Cyprus Winemaking, A 6000-years-old Tradition

Food & Drink
A long winemaking tradition and a multitude of exquisite local varieties unveil the dynamics of Cypriot vineyards. Raise your glass; make a toast to Cypriot winemaking!

Text: Matthew Stowell

Legend has it that wine first came to Cyprus when the Greek love goddess, Aphrodite, was taught by her besotted lover Dionysus how to cultivate and vinify grapes. It was in Cyprus where wine was paired with the goddess of beauty and love. However, the truth that supersedes this legend is that the island holds a tradition in winemaking that travels thousands of years in the past, strongly supported by the existence of sweet Commandaria, the oldest wine in the world, which is actually still in production. Its story dates back to the Crusades of the 12th century, led by Richard Lionheart and St. John’s Knights, from which its name derives: the “Grande Commanderie” was the area where the knights were settled and where the wine was initially produced. Commandaria won the world's first recorded wine competition back in 1224, thus King Philip Augustus of France dubbed it "The Apostle of Wines" and commissioned the poet of his court to compose a hymn as a tribute to its exceptional qualities.

Recent archaeological findings near the village of Erimi suggest that Cyprus was actually the first winemaking country in Europe, subsequently spreading the art of winemaking to several other Mediterranean cultures. European literature, from ancient Greek poetry to 19th century novels, is replete with references indicating that Cypriot wine was the premier choice when it came to celebrations for special occasions. For hundreds of years Cypriot wine was exported all over Europe and the Middle East. However, during the 300 years of Ottoman occupation, due to high taxation on wines and religious restrictions, production dropped considerably.

In 1844, with the Ottomans moving out and the British moving in, the first private winery of substantial size was established by the Hadjipavlou family (ETKO), whereas a few years later three more large companies were founded, all of them soon becoming known collectively as the Big Four. Initially these companies produced table wine, brandy and sherry which was exported in bulk to the UK and other European countries as well as to Russia in tanker ships! Suffice to say that the latter practice did not serve Cypriot winemaking reputation well.

Photo: Cyprus Wine Museum

The renaissance of Cypriot wine

It was in the 1980s when the Cypriot government started encouraging vine growers (sometimes with subsidies) to build smaller, family-run wineries that would focus on producing high quality wines. Some of those first attempts succeeded and have since expanded, while others didn’t make the cut. The Big Four had no choice but to follow suit, imitate the “little ones” and concentrate on quality over quantity, which in turn led to the gradual improvement of Cypriot wine in general. Today, the global wine scene is focusing on indigenous grapes, and Cyprus, the third largest island of the Mediterranean, seems eager to play an important role in this development.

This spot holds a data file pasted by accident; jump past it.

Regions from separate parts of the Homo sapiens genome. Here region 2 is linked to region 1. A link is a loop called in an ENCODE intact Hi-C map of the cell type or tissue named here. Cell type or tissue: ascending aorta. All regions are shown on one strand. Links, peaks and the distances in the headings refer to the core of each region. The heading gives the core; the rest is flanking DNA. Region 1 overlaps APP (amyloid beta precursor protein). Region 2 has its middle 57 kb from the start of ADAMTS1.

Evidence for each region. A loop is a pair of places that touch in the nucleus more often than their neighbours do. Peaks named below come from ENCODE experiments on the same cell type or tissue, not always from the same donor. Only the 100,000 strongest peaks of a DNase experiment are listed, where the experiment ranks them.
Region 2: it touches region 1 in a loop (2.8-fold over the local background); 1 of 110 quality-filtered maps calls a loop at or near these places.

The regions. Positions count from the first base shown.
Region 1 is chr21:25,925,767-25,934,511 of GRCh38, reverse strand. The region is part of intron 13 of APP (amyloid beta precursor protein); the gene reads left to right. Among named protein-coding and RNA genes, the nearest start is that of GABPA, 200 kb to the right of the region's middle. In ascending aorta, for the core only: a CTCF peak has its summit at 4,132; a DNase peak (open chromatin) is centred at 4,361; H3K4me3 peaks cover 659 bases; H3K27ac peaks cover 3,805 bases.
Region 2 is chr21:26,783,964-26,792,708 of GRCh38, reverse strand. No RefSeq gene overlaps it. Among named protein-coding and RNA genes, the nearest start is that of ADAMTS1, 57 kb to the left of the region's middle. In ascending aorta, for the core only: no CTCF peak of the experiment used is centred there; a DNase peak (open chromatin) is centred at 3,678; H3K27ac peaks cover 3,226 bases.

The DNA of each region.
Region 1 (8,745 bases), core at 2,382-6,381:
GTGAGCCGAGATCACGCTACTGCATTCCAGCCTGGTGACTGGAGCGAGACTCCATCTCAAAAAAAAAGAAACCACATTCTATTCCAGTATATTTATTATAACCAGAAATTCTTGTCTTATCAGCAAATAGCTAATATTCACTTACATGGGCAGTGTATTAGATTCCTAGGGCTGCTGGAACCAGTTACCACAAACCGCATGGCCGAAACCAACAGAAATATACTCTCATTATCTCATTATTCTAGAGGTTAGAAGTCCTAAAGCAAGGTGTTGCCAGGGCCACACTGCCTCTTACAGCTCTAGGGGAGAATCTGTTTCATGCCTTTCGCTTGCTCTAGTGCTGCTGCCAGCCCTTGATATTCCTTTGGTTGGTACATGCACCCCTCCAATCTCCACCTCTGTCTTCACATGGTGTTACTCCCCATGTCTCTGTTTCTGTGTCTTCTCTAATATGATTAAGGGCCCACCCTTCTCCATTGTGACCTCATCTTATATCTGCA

Gold, silver and bronze medals in international competitions seem to mark the renaissance of Cypriot wines, paired with high ratings from prestigious publications, such as Decanter and Wine Enthusiast, and exports to the UK, USA, Switzerland, Germany and Poland. The consistently mild climate and nutrient-rich soil of Cyprus have always been conducive for producing grapes with the proper elements for fine winemaking. Most of the best vineyards are located in high altitudes as this lends more acidity to the grapes, while some of the microclimates of Cypriot vineyards proved to be ideal for classic European varieties such as Cabernet Sauvignon, Chardonnay, Syrah (also called Shiraz), Sauvignon Blanc, Mourvèdre (Mataro), Assyritiko and Grenache, as well as Muscat of Alexandria, the go-to grape for dessert wines. The recent trend among Cypriot winemakers is to concentrate more on the indigenous varieties: the reds Maratheftiko, Yiannoudi, Mavro and Ofthalmo; and the whites Xinisteri (so refreshing in the summer), Spourtiko, Morokanella, Promara and Kanella. The consumption of such wines is by far the best and most enjoyable way for someone to discover Cyprus’ true character.

Should you find yourself in Cyprus don’t forget to either try a chilled homegrown Xinisteri with your salad or fish, or a rich Maratheftiko with your lamb or steak. An even better idea would be to actually visit some of the local modern wineries and gather first-hand information about these wines from the experts themselves. Most wineries in Cyprus are situated in picturesque, cobblestoned mountain villages where you have the chance to taste traditional dishes under the shade provided by the trees.

The Cyprus Wine Museum is situated west of Limassol at the village of Erimi and offers you a great opportunity to “travel” through the vast winemaking tradition of the island.

You owe it to yourself to taste Aphrodite's favorite thirst quencher and raise your glass toasting like a true Cypriot her spirit the Cypriot “Pine krasi, nashis zoi!” (Drink wine, may you be full of life!)

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